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The Maze Runner is so obviously an attempt to cash in on the hype for YA adaptations that you may feel your standards drop almost instantly. The movie sits somewhere between The Hunger Games and Divergent in quality — and rips them both off thematically, with a little “Lord of the Flies” thrown in for extra literary cred.
Luckily, though, director Wes Ball and his brilliant young cast work extremely hard to counter the derivative feel.
The Maze Runner summary
Dylan O’Brien is Thomas, a teen who wakes up to find himself in a strange land populated only by boys. Alby (played by Aml Ameen) is the leader, who keeps things in line with steady Newt (Thomas Brodie-Sangster) and hot-headed Gally (Will Poulter).
As Thomas’s bunkmate Chuck (Blake Cooper) explains, they have been kidnapped and dropped in a lush glade, with no instructions other than to survive. So they grow their own food and make their own laws until they figure out why they’re there.
A teen boy (Dylan O’Brien) wakes up, screaming, on a freight elevator soaring up to a field, where it promptly drops its “greenie” or newby into a clatch of rustic boys his own age. He doesn’t know his name or anything else other than the English language. But the other lads set him straight.
This is “Glades,” the glade. Some boys are “Builders,” some are “Runners.” They run through the vast walled maze that surrounds their encampment each day, coming home just before the huge walls creak shut on gigantic gears each night.
They make sure not to encounter “The Grievers,” supersized spiders with metallic legs, guardians of The Maze. Because Grievers sting, and their sting causes “The Change” — a poisonous delirium.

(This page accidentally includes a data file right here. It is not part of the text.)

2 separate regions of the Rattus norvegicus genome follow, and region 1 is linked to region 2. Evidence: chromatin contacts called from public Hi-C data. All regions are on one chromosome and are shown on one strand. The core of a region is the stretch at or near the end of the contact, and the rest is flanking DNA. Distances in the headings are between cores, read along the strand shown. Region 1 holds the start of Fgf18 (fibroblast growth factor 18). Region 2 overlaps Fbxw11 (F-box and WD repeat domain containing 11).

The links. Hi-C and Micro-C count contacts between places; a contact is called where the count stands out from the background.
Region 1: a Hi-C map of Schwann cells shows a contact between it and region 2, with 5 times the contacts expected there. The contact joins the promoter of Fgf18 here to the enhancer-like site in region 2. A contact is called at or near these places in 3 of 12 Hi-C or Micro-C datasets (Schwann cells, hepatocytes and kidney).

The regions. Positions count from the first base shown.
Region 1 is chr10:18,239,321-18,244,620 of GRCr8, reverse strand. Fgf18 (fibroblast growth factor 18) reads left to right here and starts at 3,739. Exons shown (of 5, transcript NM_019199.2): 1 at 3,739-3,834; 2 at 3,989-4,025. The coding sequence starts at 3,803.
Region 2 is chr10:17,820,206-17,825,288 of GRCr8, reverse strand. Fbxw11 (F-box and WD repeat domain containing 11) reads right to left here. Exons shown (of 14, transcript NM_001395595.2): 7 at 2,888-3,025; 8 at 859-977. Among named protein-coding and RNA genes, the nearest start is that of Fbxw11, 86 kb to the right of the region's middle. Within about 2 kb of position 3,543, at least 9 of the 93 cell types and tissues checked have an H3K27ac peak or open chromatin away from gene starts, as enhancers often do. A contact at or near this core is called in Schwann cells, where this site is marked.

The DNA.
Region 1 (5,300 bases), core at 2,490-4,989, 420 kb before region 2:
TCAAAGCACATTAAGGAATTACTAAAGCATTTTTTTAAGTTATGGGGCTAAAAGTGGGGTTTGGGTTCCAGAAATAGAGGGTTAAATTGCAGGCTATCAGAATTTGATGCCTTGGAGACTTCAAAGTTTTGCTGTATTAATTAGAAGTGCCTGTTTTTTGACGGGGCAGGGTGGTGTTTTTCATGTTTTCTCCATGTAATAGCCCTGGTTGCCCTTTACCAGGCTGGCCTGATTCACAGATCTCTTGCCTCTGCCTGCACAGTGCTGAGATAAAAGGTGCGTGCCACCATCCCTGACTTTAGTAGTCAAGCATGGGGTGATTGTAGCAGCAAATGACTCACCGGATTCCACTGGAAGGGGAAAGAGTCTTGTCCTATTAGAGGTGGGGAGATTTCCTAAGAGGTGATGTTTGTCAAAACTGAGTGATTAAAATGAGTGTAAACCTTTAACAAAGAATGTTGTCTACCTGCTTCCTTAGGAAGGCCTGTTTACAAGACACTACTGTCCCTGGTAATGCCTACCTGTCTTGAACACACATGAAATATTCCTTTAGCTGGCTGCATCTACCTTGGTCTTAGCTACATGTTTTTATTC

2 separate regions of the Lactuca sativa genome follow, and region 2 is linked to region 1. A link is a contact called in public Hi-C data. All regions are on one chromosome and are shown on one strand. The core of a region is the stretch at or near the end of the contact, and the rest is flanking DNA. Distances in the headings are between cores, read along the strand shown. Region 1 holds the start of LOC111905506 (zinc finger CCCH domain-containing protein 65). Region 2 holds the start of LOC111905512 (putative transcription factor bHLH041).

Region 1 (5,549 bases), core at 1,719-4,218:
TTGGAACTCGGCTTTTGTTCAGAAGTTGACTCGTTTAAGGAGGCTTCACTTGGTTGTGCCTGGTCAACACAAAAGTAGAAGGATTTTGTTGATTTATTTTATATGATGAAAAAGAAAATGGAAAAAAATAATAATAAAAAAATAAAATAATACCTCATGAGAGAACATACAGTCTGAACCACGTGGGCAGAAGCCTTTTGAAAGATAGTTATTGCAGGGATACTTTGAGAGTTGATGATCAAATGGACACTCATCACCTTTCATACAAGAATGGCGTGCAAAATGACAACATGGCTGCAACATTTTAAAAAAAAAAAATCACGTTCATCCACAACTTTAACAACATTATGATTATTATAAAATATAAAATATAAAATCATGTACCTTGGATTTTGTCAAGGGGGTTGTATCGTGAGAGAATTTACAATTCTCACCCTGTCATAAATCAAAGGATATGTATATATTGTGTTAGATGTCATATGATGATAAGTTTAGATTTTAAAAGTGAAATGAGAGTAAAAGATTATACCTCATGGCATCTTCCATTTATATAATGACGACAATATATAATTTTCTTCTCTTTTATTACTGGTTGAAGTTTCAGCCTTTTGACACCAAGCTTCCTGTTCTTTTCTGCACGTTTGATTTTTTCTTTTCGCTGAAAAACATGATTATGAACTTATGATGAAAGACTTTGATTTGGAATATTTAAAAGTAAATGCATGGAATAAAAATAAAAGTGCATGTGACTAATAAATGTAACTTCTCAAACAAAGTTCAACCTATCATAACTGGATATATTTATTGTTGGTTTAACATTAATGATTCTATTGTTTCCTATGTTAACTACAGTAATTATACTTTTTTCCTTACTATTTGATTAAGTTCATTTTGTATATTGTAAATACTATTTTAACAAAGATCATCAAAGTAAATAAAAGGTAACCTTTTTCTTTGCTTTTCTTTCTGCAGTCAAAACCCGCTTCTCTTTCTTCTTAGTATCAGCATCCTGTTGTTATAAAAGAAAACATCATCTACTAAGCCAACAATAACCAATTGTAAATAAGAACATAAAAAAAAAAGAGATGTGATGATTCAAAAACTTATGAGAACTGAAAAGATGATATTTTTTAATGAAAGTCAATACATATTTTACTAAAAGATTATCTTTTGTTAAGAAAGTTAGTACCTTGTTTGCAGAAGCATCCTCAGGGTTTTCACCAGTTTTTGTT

There are rules that have kept them alive under the counsel of Alby (Aml Ameen) and the bully Gally (Will Poulter). But the new guy, who recovers his name — “Thomas” — is impatient. He wants to find a way out. Now. He upsets the balance, breaks the rules and then “The Girl” (Kaya Scodelario) arrives and tosses things into a further tizzy.
Are they doomed to a slow death by isolation, or will the Grievers get impatient and storm in to wipe them out?
The big walled obstacle course and not-so-itsy-bitsy spiders keep one from confusing James Dasher’s The Maze Runner with last month’s “The Giver” or last spring’s “Divergent” or this fall’s latest “Hunger Games.” Plainly, these authors all picked up the same copy of Joseph Campbell’s “The Hero With a Thousand Faces” or Vladimir Propp’s “The Morphology of the Folk Tale.”
That’s what the grumpy teen walking out of the theater ahead of me meant when she griped “Why do these things all look alike, and always need sequels?” Yeah, they’re all alike, just alike — simple quest tales with little wrinkles too make you think maybe THIS time things will be different.
The actors aren’t bad, with “Nanny McPhee” vet Thomas Brodie-Sangster standing out by being as skinny as a teen stuck in the woods, forced to fend for himself, and O’Brien, Ameen, Poulter and Ki Hong Lee (as a “Runner”) having decent screen presence.
Art director turned director Wes Ball gives us a convincing maze of towering, weathered and moss-covered concrete, and a woodland world where the boys have mastered shelter building and fire starting. The Maze Runner film has fine moments of claustrophobia as the moving walls threaten to squish assorted boys, the spiders are humongous and the lads disagree among themselves, violently, about what to do.
Very “Lord of the Flies.”
But all these literary underpinnings do not disguise a blasé, emotion-starved script, dialogue that ineptly repeats what the images have already shown us is happening, stagey scenes where characters poke each other in the chest to keep them from storming out of the camera frame.
And the resolution to this puzzle is so botched it’s insulting, as if they’re daring us to laugh at the notion that this is merely “the beginning.” You have to go all the way back to last weekend’s “Atlas Shrugged III” to find a sci-fi film promise that cringe-worthy.